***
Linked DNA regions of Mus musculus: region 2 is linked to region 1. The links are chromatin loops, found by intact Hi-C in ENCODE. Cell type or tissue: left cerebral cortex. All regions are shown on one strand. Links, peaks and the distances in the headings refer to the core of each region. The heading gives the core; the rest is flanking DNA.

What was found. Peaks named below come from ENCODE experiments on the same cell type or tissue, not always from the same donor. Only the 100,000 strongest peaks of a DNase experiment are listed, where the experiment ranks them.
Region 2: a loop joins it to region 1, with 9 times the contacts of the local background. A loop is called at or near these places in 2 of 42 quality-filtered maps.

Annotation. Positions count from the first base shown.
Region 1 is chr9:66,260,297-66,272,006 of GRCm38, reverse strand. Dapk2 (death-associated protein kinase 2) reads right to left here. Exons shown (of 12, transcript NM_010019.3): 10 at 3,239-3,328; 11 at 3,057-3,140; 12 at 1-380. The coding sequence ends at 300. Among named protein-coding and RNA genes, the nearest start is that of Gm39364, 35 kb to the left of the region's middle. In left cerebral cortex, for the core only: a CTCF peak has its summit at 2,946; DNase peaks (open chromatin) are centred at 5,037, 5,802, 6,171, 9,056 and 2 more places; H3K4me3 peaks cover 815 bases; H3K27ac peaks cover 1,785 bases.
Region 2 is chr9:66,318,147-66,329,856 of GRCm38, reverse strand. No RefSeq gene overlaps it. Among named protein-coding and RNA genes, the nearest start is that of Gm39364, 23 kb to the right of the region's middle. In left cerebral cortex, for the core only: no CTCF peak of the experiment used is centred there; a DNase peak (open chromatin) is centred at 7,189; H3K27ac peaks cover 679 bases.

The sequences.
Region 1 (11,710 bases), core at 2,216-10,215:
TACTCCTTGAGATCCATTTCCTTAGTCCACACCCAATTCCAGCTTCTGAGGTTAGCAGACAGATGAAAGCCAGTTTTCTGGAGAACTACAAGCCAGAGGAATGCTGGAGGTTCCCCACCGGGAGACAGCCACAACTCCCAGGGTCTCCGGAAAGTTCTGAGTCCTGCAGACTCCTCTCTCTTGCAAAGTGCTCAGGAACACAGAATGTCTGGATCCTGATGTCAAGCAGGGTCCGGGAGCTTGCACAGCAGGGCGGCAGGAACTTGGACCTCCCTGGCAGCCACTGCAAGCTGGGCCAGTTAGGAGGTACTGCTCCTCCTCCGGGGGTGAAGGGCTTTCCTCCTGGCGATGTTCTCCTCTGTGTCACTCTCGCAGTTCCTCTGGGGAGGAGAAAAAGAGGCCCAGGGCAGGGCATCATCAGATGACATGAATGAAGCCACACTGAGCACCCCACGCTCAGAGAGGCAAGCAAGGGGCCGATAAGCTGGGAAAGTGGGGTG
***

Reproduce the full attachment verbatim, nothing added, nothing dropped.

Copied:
Linked DNA regions of Mus musculus: region 2 is linked to region 1. The links are chromatin loops, found by intact Hi-C in ENCODE. Cell type or tissue: left cerebral cortex. All regions are shown on one strand. Links, peaks and the distances in the headings refer to the core of each region. The heading gives the core; the rest is flanking DNA.

What was found. Peaks named below come from ENCODE experiments on the same cell type or tissue, not always from the same donor. Only the 100,000 strongest peaks of a DNase experiment are listed, where the experiment ranks them.
Region 2: a loop joins it to region 1, with 9 times the contacts of the local background. A loop is called at or near these places in 2 of 42 quality-filtered maps.

Annotation. Positions count from the first base shown.
Region 1 is chr9:66,260,297-66,272,006 of GRCm38, reverse strand. Dapk2 (death-associated protein kinase 2) reads right to left here. Exons shown (of 12, transcript NM_010019.3): 10 at 3,239-3,328; 11 at 3,057-3,140; 12 at 1-380. The coding sequence ends at 300. Among named protein-coding and RNA genes, the nearest start is that of Gm39364, 35 kb to the left of the region's middle. In left cerebral cortex, for the core only: a CTCF peak has its summit at 2,946; DNase peaks (open chromatin) are centred at 5,037, 5,802, 6,171, 9,056 and 2 more places; H3K4me3 peaks cover 815 bases; H3K27ac peaks cover 1,785 bases.
Region 2 is chr9:66,318,147-66,329,856 of GRCm38, reverse strand. No RefSeq gene overlaps it. Among named protein-coding and RNA genes, the nearest start is that of Gm39364, 23 kb to the right of the region's middle. In left cerebral cortex, for the core only: no CTCF peak of the experiment used is centred there; a DNase peak (open chromatin) is centred at 7,189; H3K27ac peaks cover 679 bases.

The sequences.
Region 1 (11,710 bases), core at 2,216-10,215:
TACTCCTTGAGATCCATTTCCTTAGTCCACACCCAATTCCAGCTTCTGAGGTTAGCAGACAGATGAAAGCCAGTTTTCTGGAGAACTACAAGCCAGAGGAATGCTGGAGGTTCCCCACCGGGAGACAGCCACAACTCCCAGGGTCTCCGGAAAGTTCTGAGTCCTGCAGACTCCTCTCTCTTGCAAAGTGCTCAGGAACACAGAATGTCTGGATCCTGATGTCAAGCAGGGTCCGGGAGCTTGCACAGCAGGGCGGCAGGAACTTGGACCTCCCTGGCAGCCACTGCAAGCTGGGCCAGTTAGGAGGTACTGCTCCTCCTCCGGGGGTGAAGGGCTTTCCTCCTGGCGATGTTCTCCTCTGTGTCACTCTCGCAGTTCCTCTGGGGAGGAGAAAAAGAGGCCCAGGGCAGGGCATCATCAGATGACATGAATGAAGCCACACTGAGCACCCCACGCTCAGAGAGGCAAGCAAGGGGCCGATAAGCTGGGAAAGTGGGGTG